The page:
Mead's interest in psychiatry had turned her attention to the problem of the cultural context of schizophrenia (a mental disorder whose symptoms are a detachment to one's environment and a breakdown of one's personality—thoughts, feelings, and actions). With this in mind she went to Bali, a society where going into a trance (the state of complete unconscious) and other forms of dissociation (an escape from the outer world into an inner one) are culturally approved and encouraged. She was now married to Gregory Bateson, a British anthropologist whom she had met in New Guinea. The Balinese study was especially noteworthy for development of new field techniques. The extensive use of film made it possible to record and analyze significant details of behavior that had escaped the pencil-and-paper recordings. Of the thirty–eight thousand photographs which Mead and Bateson brought back, seven hundred fifty–nine were selected for Balinese Character (1942), a joint study with Bateson. This publication marks a major change in the recording and presentation of ethnological data and may prove in the long run to be one of her most significant contributions to the science of anthropology.
Largely through the work of Ruth Benedict and Mead, the relevance of anthropology to problems of public policy was recognized though somewhat belatedly. When World War II (1939–45; a war between the Axis powers: Japan, Italy, and Germany—and the Allies: England, France, the Soviet Union, and the United States) brought the United States into contact with peoples just coming from colonialism (a control of a group of people or area by a foreign government), the need to understand many lifestyles became obvious. Mead conducted a nationwide study of American food habits prior to the introduction of rationing (process in war time of conserving goods for soldiers by portioning them out sparingly to citizens). Later she was sent to England to try to explain to the British the habits of the American soldiers who were suddenly among them.
Mead drew heavily on psychology, especially learning theory and psychoanalysis (type of treatment for emotional disorders in which a patient talks through childhood experiences and looks at the significance of dreams). In return she contributed significantly to the development of psychoanalytic theory by emphasizing the importance of culture in personality development. She served on many national and international committees for mental health and was instrumental in introducing the study of culture into training programs for physicians and social workers.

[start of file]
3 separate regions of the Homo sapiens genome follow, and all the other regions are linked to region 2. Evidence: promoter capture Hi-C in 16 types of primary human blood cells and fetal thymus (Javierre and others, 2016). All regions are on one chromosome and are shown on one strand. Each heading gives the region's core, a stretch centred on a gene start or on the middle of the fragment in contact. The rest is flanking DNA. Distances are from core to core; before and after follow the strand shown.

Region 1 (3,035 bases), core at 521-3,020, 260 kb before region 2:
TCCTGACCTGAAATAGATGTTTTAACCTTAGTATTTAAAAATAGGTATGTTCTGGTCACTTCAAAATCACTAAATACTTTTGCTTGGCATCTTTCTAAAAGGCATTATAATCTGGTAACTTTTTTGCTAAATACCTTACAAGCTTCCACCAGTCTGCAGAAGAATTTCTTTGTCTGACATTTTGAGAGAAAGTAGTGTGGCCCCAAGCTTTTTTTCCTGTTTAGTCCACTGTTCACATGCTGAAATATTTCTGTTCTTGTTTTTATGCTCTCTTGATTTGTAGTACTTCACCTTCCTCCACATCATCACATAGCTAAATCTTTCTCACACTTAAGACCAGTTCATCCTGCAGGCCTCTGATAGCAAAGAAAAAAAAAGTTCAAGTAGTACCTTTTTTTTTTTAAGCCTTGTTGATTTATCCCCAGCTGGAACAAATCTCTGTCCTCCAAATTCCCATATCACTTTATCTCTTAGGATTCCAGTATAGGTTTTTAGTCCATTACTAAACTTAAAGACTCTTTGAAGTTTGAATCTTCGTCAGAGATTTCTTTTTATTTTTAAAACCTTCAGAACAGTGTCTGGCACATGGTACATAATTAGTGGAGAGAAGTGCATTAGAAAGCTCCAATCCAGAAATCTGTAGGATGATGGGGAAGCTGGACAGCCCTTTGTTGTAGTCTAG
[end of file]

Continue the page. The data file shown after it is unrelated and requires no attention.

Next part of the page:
Mead was a dominant force in developing the field of culture and personality and the related field of national character research. Her theoretical position is based on the assumption that an individual matures within a cultural context which includes an ideological system (ideas), the expectations of others, and techniques of socialization (methods of fitting in with one's social environment) which affect not only outward responses but also the inner mental structure.
Mead was criticized by certain other social scientists for neglecting quantitative (measuring) methods and for what has been called "anecdotal" (relying on short stories of interesting incidents for proof) handling of data. She was also accused of applying concepts of individual psychology to the analysis of social process while ignoring historical and economic factors. But since her concern lay with predicting the behavior of individuals within a given social setting and not with the development of institutions, the criticism does not hold much weight.
There is no question that Mead was one of the leading American intellectuals of the twentieth century. Through her best-selling books, her public lectures, and her well-read column in Redbook magazine, Mead popularized anthropology in the United States. She was also a role model for American women, encouraging them to pursue professional careers previously closed to women while at the same time championing their roles as mothers.
Margaret Mead died on November 15, 1978, in New York City and was later awarded the Presidential Medal of Freedom.
Bateson, Mary Catherine. With a Daughter's Eye: A Memoir of Margaret Mead and Gregory Bateson. New York: Morrow, 1984.
Cassidy, Robert. Margaret Mead: A Voice for the Century. New York: Universe Books, 1982.
Foerstel, Leonara, and Angela Gilliam, eds. Margaret Mead's Contradictory Legacy. Philadelphia: Temple University Press, 1992.
Howard, Jane. Margaret Mead: A Life. New York: Simon and Schuster, 1984.